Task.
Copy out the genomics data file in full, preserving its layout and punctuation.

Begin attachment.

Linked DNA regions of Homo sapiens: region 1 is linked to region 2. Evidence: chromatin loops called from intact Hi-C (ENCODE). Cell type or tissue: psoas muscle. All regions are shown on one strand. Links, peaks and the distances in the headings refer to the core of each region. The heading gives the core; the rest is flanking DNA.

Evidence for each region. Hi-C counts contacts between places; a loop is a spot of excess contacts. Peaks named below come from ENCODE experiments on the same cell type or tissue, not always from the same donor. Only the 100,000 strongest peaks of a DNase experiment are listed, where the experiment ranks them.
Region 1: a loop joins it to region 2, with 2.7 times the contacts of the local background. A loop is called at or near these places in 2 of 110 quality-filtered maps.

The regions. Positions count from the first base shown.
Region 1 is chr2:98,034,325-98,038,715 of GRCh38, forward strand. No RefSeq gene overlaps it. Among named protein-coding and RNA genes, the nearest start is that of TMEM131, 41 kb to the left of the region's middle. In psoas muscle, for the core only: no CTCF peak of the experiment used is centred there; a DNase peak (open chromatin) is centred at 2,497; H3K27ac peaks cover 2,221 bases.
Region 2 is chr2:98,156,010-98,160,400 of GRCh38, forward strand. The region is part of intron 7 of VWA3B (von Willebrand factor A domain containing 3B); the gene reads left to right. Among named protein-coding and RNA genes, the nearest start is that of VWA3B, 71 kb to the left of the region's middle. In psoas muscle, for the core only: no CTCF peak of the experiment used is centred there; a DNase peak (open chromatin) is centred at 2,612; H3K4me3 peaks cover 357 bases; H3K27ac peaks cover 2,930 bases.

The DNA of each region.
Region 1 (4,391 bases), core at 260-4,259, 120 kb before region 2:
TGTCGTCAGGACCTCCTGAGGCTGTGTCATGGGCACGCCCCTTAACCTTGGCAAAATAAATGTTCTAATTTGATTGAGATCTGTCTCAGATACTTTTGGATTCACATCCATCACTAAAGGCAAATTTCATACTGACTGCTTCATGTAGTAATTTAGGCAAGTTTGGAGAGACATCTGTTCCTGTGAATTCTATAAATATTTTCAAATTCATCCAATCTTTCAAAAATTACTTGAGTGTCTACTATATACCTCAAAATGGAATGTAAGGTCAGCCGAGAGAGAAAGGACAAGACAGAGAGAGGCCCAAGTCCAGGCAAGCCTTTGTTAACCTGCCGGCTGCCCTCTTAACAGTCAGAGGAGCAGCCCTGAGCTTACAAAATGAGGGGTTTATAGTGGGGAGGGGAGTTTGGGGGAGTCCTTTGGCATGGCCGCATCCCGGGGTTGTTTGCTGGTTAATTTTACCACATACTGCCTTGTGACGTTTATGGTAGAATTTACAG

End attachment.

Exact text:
Linked DNA regions of Homo sapiens: region 1 is linked to region 2. Evidence: chromatin loops called from intact Hi-C (ENCODE). Cell type or tissue: psoas muscle. All regions are shown on one strand. Links, peaks and the distances in the headings refer to the core of each region. The heading gives the core; the rest is flanking DNA.

Evidence for each region. Hi-C counts contacts between places; a loop is a spot of excess contacts. Peaks named below come from ENCODE experiments on the same cell type or tissue, not always from the same donor. Only the 100,000 strongest peaks of a DNase experiment are listed, where the experiment ranks them.
Region 1: a loop joins it to region 2, with 2.7 times the contacts of the local background. A loop is called at or near these places in 2 of 110 quality-filtered maps.

The regions. Positions count from the first base shown.
Region 1 is chr2:98,034,325-98,038,715 of GRCh38, forward strand. No RefSeq gene overlaps it. Among named protein-coding and RNA genes, the nearest start is that of TMEM131, 41 kb to the left of the region's middle. In psoas muscle, for the core only: no CTCF peak of the experiment used is centred there; a DNase peak (open chromatin) is centred at 2,497; H3K27ac peaks cover 2,221 bases.
Region 2 is chr2:98,156,010-98,160,400 of GRCh38, forward strand. The region is part of intron 7 of VWA3B (von Willebrand factor A domain containing 3B); the gene reads left to right. Among named protein-coding and RNA genes, the nearest start is that of VWA3B, 71 kb to the left of the region's middle. In psoas muscle, for the core only: no CTCF peak of the experiment used is centred there; a DNase peak (open chromatin) is centred at 2,612; H3K4me3 peaks cover 357 bases; H3K27ac peaks cover 2,930 bases.

The DNA of each region.
Region 1 (4,391 bases), core at 260-4,259, 120 kb before region 2:
TGTCGTCAGGACCTCCTGAGGCTGTGTCATGGGCACGCCCCTTAACCTTGGCAAAATAAATGTTCTAATTTGATTGAGATCTGTCTCAGATACTTTTGGATTCACATCCATCACTAAAGGCAAATTTCATACTGACTGCTTCATGTAGTAATTTAGGCAAGTTTGGAGAGACATCTGTTCCTGTGAATTCTATAAATATTTTCAAATTCATCCAATCTTTCAAAAATTACTTGAGTGTCTACTATATACCTCAAAATGGAATGTAAGGTCAGCCGAGAGAGAAAGGACAAGACAGAGAGAGGCCCAAGTCCAGGCAAGCCTTTGTTAACCTGCCGGCTGCCCTCTTAACAGTCAGAGGAGCAGCCCTGAGCTTACAAAATGAGGGGTTTATAGTGGGGAGGGGAGTTTGGGGGAGTCCTTTGGCATGGCCGCATCCCGGGGTTGTTTGCTGGTTAATTTTACCACATACTGCCTTGTGACGTTTATGGTAGAATTTACAG